Elected representatives have little incentive to pursue the interests of those electing
them once they are elected. This well-known principle-agent problem leads, in a variety
of theories of government, to nonoptimally large levels of government expenditure.
An implication is that budgetary rules are seen as necessary to constrain politicians’
tax and spending behavior. Popular among such constraints are various Balanced Budget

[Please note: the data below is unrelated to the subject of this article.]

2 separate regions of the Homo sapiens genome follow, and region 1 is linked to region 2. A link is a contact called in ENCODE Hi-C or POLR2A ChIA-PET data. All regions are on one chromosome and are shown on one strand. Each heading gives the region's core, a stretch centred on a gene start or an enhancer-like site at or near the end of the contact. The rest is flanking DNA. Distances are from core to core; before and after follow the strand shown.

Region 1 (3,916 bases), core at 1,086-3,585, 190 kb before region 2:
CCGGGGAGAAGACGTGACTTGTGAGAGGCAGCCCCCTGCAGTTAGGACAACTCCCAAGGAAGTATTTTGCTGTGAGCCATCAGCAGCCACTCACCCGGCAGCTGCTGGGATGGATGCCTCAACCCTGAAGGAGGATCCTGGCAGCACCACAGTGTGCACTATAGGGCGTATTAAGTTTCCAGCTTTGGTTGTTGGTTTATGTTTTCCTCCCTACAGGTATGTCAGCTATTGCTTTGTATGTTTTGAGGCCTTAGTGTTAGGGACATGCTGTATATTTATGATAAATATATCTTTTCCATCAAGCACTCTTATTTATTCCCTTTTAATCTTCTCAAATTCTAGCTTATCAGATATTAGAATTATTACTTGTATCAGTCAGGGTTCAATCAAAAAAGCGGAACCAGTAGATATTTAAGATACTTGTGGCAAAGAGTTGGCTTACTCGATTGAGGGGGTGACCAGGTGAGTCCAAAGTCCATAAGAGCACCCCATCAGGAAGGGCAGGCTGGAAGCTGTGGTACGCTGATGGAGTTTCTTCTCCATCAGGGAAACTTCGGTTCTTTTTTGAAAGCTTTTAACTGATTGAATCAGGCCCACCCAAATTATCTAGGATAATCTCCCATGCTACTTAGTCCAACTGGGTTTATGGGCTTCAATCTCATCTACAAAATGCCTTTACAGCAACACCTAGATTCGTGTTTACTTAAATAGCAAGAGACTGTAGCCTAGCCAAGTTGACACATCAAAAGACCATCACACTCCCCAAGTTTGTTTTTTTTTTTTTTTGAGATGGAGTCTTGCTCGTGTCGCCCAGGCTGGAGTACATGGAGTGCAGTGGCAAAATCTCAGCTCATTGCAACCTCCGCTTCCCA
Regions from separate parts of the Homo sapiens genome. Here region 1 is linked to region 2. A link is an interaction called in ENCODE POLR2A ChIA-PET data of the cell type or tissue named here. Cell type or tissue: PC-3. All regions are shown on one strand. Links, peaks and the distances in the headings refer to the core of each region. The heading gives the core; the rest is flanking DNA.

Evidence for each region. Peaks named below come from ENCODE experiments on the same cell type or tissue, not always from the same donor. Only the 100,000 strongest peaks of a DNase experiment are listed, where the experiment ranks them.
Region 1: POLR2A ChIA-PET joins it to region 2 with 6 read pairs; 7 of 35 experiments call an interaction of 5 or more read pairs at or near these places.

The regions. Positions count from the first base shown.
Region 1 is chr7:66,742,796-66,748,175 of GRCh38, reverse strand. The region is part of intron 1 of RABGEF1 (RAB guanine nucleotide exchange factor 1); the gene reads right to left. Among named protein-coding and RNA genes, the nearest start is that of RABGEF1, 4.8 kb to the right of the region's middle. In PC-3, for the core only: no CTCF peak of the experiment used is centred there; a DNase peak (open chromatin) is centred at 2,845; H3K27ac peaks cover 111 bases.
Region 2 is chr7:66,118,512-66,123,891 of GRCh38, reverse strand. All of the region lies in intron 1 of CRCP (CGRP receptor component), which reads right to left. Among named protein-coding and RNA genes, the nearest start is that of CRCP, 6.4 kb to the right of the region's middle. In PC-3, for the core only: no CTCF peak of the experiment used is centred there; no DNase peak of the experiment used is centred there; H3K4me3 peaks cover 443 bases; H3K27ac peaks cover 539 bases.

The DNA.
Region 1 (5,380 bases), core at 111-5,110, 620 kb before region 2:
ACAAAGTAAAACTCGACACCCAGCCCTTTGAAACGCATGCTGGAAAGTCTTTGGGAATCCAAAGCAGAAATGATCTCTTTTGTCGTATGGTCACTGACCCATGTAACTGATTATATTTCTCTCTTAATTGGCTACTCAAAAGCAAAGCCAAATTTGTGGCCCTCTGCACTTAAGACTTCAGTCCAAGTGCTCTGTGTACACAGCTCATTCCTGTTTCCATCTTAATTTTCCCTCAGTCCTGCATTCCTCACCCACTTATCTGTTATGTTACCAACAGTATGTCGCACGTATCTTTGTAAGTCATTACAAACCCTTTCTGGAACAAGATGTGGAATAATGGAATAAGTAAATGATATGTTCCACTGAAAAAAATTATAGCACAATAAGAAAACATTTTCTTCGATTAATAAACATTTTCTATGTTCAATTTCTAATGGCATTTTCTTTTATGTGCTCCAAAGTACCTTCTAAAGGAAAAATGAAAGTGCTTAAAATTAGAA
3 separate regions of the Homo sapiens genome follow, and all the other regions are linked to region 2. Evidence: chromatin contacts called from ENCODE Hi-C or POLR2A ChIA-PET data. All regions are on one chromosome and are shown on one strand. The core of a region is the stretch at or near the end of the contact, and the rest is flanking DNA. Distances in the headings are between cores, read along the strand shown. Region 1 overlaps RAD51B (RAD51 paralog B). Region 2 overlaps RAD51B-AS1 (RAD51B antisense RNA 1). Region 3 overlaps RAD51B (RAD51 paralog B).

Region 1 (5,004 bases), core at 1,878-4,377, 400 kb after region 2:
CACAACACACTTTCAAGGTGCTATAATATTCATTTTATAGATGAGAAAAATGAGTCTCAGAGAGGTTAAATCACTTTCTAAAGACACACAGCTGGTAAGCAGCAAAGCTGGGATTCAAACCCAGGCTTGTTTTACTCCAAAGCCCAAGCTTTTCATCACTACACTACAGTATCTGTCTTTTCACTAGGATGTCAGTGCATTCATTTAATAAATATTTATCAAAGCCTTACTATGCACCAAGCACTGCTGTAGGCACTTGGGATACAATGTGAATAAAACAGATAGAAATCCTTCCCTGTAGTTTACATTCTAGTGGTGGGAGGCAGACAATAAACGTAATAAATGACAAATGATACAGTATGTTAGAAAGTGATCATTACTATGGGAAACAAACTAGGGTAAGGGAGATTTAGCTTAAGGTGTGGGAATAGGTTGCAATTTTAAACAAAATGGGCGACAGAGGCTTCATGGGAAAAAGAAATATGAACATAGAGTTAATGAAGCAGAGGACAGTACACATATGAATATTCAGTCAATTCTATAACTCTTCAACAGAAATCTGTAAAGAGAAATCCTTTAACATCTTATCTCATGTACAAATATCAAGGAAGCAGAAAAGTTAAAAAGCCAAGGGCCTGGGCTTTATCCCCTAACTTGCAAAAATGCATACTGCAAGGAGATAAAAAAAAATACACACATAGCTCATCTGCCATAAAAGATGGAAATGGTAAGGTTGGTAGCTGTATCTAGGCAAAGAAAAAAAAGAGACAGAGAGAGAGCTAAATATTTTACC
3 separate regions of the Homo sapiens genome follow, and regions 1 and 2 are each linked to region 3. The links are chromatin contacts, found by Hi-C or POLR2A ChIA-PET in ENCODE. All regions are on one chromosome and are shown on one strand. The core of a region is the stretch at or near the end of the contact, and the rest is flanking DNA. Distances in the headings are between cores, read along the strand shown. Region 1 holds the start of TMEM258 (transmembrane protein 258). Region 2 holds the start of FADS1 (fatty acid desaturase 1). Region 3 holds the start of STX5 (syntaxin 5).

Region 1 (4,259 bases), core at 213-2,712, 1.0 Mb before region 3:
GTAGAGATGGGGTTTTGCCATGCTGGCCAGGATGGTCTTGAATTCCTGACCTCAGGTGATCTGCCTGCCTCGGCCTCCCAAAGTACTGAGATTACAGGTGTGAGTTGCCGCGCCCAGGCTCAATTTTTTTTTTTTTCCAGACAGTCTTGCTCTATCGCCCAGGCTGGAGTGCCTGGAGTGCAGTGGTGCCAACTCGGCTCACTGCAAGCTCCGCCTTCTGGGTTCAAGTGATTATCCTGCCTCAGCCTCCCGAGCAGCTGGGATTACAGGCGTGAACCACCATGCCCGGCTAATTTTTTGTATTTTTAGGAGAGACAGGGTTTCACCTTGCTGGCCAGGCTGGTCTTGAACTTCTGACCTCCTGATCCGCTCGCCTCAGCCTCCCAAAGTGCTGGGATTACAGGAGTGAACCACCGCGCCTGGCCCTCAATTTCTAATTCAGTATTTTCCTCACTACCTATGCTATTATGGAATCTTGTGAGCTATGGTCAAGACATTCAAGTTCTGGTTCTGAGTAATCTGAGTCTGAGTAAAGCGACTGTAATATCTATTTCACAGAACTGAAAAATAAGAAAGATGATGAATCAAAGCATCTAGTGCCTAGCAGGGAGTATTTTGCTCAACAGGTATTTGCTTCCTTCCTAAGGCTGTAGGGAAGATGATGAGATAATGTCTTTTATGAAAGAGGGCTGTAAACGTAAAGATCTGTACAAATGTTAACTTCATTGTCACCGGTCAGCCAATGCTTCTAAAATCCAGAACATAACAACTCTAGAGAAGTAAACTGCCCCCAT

Amendment proposals. These approaches, however, are shown here to have serious limitations,
including failure to address the central concern of spending level. An alternative
approach is advanced here that relies on a Coase-like mechanism that transfers control
of government spending to the voter. Prisoner's dilemma incentives and political
competition are seen to be critical to the superiority of the present mechanism to
approaches requiring budget balance.